©2015The Authors.Publishedby ElsevierB.V.This is an open access article under the CC BY-NC-ND license (http://creativecommons.Org/licenses/by-nc-nd/4.0/).

Peer-review under the responsibility of the organizing committee of DYNACAPS 2014 (Dynamics of Capsules, Vesicles and Cells in Flow). Keywords: biological fluid dynamics, capsule, bubble, fluid-structure interaction, wrinkling, folding, tip-streaming

1. Introduction

The transportation of bubbles, drops and capsules (a thin elastic membrane enclosing a viscous fluid) by means of a flow in complex vessel geometries spans applications from lab-on-chip devices for biological analysis1,2 to cell and drug encapsulation for targeted delivery3,4. Capsules are fascinating objects in their own right, whose motion and deformation result from fluid-structure interaction. When a capsule is subjected to an external force its deformation depends on its shape, the mechanical properties of the membrane, internal fluid viscosity and the level of pre-inflation5. The capsule alters its shape when it is subject to hydrodynamic forces, and its altered shape in-turn modifies the flow field. Moreover, if the change in geometry is significant, the elasticity problem may become both geometrically and constitutively non-linear. By contrast, bubbles and droplets are simpler deformable objects, whose interface is characterised by a constant surface tension, and cannot support bending6.

* Corresponding author. Tel.: +44-161-2754053 ; fax: +44-161-2755819. E-mail address: anne.juel@manchester.ac.uk

2210-9838 © 2015 The Authors. Published by Elsevier B.V. This is an open access article under the CC BY-NC-ND license (http://creativecommons.org/licenses/by-nc-nd/4.0/).

Peer-review under the responsibility of the organizing committee of DYNACAPS 2014 (Dynamics of Capsules, Vesicles and Cells in Flow). doi: 10.1016/j .piutam.2015.03.004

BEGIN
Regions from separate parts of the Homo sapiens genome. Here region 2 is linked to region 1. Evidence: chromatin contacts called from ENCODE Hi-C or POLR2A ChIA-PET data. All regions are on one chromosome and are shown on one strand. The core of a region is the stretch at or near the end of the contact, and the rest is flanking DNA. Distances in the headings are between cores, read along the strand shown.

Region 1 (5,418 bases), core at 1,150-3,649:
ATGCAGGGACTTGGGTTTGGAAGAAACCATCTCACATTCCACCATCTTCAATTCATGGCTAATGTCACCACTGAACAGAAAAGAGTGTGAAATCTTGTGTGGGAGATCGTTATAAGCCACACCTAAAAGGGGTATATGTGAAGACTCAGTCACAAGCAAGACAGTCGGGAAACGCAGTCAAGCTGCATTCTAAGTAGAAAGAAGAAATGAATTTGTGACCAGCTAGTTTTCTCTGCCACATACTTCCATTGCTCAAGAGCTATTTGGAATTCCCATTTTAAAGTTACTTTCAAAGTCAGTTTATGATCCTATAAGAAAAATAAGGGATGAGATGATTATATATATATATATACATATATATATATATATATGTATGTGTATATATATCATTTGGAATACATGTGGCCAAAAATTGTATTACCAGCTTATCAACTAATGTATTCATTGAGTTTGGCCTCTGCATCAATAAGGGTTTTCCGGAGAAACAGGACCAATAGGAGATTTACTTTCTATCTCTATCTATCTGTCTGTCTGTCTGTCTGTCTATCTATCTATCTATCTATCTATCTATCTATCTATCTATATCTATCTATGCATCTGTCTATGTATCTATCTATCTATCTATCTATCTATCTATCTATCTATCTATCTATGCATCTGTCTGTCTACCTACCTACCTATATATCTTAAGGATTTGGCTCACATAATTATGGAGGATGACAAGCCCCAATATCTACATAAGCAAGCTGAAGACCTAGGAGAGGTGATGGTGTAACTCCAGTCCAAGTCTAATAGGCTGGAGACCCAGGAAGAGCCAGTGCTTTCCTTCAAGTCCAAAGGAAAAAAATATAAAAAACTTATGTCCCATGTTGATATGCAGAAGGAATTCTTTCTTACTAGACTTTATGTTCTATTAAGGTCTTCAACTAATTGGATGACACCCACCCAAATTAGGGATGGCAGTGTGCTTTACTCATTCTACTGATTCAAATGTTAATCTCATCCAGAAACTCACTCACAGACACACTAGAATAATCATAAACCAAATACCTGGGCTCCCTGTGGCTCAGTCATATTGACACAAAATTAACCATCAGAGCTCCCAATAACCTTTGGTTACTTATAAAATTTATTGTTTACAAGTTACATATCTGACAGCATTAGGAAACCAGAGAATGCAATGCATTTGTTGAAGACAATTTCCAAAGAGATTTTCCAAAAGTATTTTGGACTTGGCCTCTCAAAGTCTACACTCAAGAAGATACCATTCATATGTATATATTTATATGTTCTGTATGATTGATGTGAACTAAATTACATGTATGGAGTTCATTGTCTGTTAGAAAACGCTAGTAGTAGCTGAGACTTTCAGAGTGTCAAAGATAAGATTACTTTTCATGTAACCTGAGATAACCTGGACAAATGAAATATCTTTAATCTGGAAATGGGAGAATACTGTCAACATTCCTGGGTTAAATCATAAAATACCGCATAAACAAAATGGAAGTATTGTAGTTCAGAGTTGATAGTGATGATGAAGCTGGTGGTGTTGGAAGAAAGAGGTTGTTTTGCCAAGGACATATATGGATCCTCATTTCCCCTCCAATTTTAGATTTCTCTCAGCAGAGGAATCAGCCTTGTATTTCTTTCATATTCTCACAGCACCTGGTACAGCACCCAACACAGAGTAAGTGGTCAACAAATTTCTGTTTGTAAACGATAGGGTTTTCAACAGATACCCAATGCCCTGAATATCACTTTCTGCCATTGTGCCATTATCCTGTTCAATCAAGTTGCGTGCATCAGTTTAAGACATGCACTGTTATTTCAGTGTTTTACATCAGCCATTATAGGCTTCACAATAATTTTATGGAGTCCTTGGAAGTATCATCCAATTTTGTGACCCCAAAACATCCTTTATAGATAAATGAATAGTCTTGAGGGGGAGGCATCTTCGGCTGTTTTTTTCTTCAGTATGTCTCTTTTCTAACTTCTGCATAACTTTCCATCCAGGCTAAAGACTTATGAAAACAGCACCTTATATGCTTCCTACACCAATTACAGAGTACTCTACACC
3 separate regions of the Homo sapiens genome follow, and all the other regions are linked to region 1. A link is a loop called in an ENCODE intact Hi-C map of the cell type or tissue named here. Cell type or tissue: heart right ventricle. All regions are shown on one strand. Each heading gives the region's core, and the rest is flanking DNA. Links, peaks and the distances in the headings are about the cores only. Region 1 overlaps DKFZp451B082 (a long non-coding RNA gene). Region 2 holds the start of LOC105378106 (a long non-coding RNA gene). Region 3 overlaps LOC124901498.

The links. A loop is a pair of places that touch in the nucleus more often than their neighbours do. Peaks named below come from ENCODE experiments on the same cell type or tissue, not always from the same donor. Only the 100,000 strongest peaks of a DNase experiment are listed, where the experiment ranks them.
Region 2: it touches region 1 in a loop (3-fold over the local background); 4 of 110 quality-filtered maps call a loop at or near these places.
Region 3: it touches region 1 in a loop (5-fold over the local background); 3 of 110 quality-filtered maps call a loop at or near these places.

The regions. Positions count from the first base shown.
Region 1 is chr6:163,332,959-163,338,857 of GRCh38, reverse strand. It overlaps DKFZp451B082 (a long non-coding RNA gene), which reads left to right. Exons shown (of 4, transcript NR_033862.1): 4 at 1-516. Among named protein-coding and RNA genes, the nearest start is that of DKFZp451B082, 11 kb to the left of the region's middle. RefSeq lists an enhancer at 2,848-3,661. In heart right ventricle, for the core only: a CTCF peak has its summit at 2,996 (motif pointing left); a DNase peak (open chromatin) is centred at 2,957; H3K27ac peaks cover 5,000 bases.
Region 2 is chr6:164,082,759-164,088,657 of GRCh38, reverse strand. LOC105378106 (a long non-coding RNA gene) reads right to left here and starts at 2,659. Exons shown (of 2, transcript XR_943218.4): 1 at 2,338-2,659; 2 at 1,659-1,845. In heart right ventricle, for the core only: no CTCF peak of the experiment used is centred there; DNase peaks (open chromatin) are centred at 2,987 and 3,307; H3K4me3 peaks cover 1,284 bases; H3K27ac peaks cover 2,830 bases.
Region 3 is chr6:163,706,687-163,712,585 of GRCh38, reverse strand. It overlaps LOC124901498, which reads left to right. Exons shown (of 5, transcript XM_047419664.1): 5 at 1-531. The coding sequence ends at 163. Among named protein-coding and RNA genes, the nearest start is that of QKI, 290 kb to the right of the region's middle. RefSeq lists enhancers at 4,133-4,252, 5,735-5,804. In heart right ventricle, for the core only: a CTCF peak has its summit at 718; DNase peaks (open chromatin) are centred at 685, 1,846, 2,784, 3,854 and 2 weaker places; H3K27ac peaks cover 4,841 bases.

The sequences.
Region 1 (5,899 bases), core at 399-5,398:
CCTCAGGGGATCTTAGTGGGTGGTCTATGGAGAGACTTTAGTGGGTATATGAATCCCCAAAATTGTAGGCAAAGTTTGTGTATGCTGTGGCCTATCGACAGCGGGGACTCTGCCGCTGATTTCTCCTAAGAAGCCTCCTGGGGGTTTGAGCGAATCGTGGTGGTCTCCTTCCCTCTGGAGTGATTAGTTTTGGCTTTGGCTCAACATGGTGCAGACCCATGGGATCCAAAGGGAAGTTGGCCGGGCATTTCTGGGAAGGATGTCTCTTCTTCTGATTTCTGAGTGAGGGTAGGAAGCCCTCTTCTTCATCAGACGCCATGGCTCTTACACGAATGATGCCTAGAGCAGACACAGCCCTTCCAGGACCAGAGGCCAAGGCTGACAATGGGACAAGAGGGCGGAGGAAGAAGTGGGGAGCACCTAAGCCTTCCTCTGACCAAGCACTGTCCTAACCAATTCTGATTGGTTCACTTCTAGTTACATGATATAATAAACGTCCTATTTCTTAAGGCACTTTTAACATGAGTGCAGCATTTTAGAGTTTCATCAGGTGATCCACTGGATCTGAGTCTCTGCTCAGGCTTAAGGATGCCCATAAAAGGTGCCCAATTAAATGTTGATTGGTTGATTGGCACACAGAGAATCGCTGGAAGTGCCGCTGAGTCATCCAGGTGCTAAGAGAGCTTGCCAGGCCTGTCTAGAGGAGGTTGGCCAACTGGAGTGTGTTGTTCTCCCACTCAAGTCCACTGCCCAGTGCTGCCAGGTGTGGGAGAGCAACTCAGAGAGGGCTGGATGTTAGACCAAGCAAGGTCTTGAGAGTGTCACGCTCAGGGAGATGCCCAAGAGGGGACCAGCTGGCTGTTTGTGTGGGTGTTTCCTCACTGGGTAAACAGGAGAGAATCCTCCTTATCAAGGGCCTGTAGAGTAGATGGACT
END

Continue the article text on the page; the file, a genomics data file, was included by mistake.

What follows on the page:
Fig. 1. Top-view of the experimental channel geometry.

The motion of bubbles and capsules in viscous channel flows is primarily governed by a capillary number, Ca, corresponding to the ratio of viscous to surface tension and elastic forces, respectively. As Ca increases, the liquid films between the channel wall and either the bubble interface or the capsule membrane, has been shown to increase monotonically in tubes of circular and square cross-section for bubbles7,8 and for capsules9,10,11,12. However, capsules also exhibit behaviour that distinguishes them from bubbles, such as the development of a steady concave parachute shape in tubes with a circular or rectangular cross-section13,14. Moreover, the presence of an elastic membrane also allows for solid mechanics instabilities, such as wrinkling to occur in shear flows15 or due to indentation16. The geometry of the tube has a dominant influence on the shape and motion of capsules. Variations of the tube geometry in the form of smooth or sudden constrictions may be used to determine the mechanical properties of capsules17, sort red blood cells by size18, or facilitate capsule rupture17. Bubbles passing though a constriction may break up if the film between the tube wall and the bubble is sufficiently thick or non-uniform so that surface-tension-driven instabilities can develop on the time scale of transit through the constriction. This typically occurs for high flow rates and small gap widths of the constriction19,20,21.